Impaired driving is the leading criminal cause of death and injury in Canada

Impaired driving is the leading criminal cause of death and injury in Canada

Penalties range from mandatory minimum fine to life imprisonment

  • Aug. 2, 2019 6:45 a.m.

Based on self-reported data from the 2014 Canadian Community Health Survey (CCHS), available for Ontario, Manitoba, Alberta, Yukon and Nunavut, less than 1 in 20 drivers (4.3%) admitted to having driven, in the preceding 12 months, after consuming at least two drinks in the hour before getting behind the wheel.

Impaired driving laws

Impaired driving is the leading criminal cause of death and injury in Canada. In 2017, there were more than 69,000 impaired driving incidents reported by the police, including almost 3,500 drug-impaired driving incidents.

Please visit Canada’s impaired driving webpage (https://www.canada.ca/en/services/policing/police/community-safety-policing/impaired-driving.html) for statistics, research, and more information on the dangers of driving while impaired.

It is important to note that provinces and territories have additional laws or regulations that may apply. Make sure to check the laws in your area.

Impaired driving

The Criminal Code prohibits driving while impaired to any degree by drugs, alcohol, or a combination of both. Penalties for this offence range from a mandatory minimum fine to life imprisonment, depending on the severity of the offence.

Prohibited levels

In addition to the offence of impaired driving, there are separate offences of having specified prohibited levels of alcohol, cannabis or certain other drugs in the blood within two hours of driving. Penalties range from fines to life imprisonment, depending on the severity of the offence.

Alcohol

The prohibited blood-alcohol concentration (BAC) is 80 milligrams or more (mg) of alcohol per 100 millilitres (ml) of blood.

Cannabis (THC)

There are two prohibited levels for THC, the primary psychoactive component of cannabis: it is a less serious offence to have between 2 nanograms (ng) and 5 ng of THC per ml of blood. It is a more serious offence to have 5 ng of THC or more per ml of blood.

The prohibited levels of alcohol and cannabis, when found in combination, is 50mg or more of alcohol per 100ml blood and 2.5 ng or more of THC per ml of blood.

Other drugs

Having any detectable amount of LSD, psilocybin, psilocin (“magic mushrooms”), ketamine, PCP, cocaine, methamphetamine or 6-mam (a metabolite of heroin) in your system within two hours of driving is also prohibited.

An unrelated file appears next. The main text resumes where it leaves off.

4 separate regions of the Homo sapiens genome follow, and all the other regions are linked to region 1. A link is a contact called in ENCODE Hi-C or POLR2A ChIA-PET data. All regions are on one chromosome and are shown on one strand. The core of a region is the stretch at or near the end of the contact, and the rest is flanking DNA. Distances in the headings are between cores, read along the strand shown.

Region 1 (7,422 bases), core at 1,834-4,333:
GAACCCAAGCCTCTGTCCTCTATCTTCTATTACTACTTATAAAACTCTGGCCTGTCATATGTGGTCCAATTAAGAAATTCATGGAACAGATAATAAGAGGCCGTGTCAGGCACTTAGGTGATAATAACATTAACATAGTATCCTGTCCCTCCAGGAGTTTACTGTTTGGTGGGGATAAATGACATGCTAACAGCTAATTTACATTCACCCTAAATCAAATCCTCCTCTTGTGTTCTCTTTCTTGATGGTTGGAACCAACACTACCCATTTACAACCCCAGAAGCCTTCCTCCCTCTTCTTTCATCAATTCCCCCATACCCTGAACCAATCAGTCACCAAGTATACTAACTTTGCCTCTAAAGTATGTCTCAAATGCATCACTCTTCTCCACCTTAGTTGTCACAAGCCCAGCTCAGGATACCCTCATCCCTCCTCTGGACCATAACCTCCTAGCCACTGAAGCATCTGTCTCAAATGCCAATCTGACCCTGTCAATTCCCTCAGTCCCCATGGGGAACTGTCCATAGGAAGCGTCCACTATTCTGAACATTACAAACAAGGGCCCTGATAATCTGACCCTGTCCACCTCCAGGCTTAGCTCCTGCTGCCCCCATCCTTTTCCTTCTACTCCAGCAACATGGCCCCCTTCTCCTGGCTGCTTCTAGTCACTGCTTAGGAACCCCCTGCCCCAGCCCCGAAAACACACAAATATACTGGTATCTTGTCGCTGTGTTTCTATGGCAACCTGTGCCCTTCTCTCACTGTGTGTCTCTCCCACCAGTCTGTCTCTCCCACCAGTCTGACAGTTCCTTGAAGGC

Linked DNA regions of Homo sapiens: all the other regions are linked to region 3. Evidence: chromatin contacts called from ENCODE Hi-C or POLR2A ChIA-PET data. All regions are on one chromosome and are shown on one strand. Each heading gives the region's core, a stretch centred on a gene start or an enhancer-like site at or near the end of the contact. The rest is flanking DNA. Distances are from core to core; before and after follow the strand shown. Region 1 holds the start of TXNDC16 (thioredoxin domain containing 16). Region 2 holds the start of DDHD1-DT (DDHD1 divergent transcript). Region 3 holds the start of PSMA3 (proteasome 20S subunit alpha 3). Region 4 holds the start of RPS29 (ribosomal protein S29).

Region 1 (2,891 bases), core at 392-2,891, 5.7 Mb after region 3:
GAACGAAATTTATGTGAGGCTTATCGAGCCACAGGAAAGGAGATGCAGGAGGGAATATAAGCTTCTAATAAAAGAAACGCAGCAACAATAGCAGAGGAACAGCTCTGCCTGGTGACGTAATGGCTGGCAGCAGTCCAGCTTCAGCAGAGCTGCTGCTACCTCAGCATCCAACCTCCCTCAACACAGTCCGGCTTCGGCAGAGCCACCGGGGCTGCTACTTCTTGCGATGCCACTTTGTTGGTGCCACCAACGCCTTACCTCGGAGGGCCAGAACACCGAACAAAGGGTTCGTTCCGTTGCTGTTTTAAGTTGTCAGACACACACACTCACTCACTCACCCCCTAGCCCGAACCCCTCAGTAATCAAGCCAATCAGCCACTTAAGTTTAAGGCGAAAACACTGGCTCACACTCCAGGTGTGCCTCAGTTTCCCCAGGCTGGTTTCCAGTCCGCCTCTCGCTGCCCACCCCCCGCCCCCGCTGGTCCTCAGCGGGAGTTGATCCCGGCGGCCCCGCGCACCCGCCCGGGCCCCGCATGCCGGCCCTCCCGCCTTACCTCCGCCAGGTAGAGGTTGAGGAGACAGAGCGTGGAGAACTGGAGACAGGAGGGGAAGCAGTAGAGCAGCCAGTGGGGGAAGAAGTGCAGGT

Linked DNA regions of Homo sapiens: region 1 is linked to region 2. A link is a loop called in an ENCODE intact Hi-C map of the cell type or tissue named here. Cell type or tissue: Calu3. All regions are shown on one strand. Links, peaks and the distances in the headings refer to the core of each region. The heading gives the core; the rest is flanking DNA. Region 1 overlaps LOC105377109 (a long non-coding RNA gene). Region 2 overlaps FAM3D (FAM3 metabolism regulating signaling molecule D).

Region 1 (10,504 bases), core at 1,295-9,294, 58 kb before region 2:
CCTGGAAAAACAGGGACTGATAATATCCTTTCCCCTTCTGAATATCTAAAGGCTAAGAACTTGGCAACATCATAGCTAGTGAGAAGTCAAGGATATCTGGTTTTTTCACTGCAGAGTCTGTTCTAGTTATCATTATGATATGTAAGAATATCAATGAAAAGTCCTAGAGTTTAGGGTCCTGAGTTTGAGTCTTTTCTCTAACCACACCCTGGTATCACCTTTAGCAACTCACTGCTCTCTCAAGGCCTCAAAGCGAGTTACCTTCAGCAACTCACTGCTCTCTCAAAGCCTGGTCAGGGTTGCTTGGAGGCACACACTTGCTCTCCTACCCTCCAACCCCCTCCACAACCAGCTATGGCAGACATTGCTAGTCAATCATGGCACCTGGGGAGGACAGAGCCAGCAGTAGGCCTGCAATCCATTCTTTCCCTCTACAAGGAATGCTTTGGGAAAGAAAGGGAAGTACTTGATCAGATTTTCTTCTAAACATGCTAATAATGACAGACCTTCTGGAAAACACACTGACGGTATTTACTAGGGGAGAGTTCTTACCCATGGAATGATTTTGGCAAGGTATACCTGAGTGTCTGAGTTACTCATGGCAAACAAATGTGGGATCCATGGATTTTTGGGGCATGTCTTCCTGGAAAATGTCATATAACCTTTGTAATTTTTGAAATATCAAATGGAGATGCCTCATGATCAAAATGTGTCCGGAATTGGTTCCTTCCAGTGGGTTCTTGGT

The prohibited level for GHB is 5mg or more per litre of blood, since the body can naturally produce low levels of this drug.

Penalties

Impaired driving is a serious crime that poses a significant threat to public safety. Having the prohibited level of alcohol, THC, or other impairing drugs in your blood within two hours of driving is an offence.

Penalties for committing this conduct can vary, depending on the alcohol or drug concentration, whether it is your first or a repeated offence, and whether you have caused bodily harm or death to another person.

Investigations

Police officers can demand that any lawfully-stopped driver provide a preliminary breath sample to test for alcohol without reasonable suspicion that the driver has alcohol in their body.

Oral fluid drug screeners

Oral fluid drug screeners can be used by police to detect the presence of some drugs in oral fluid, including THC. These devices are fast, non-invasive, and accurate.

The police can demand an oral fluid sample, if they reasonably suspect a drug is in a driver’s body. Reasonable suspicion that the driver has drugs in their body can be developed based on objective facts, such as:

red eyes

muscle tremors

agitation

abnormal speech patterns

If a driver tests positive on an oral fluid drug screener the positive result confirms the presence of the drug and, combined with other signs of impairment or drug use observed by the police at the roadside, may provide grounds for the investigation to proceed further by making a demand for a blood sample.

Other investigative techniques

Police can also demand a driver submit to a Standard Field Sobriety Test (SFST) or a Drug Recognition Expert Evaluation (DRE).

-Department of Justice, Government of Canada

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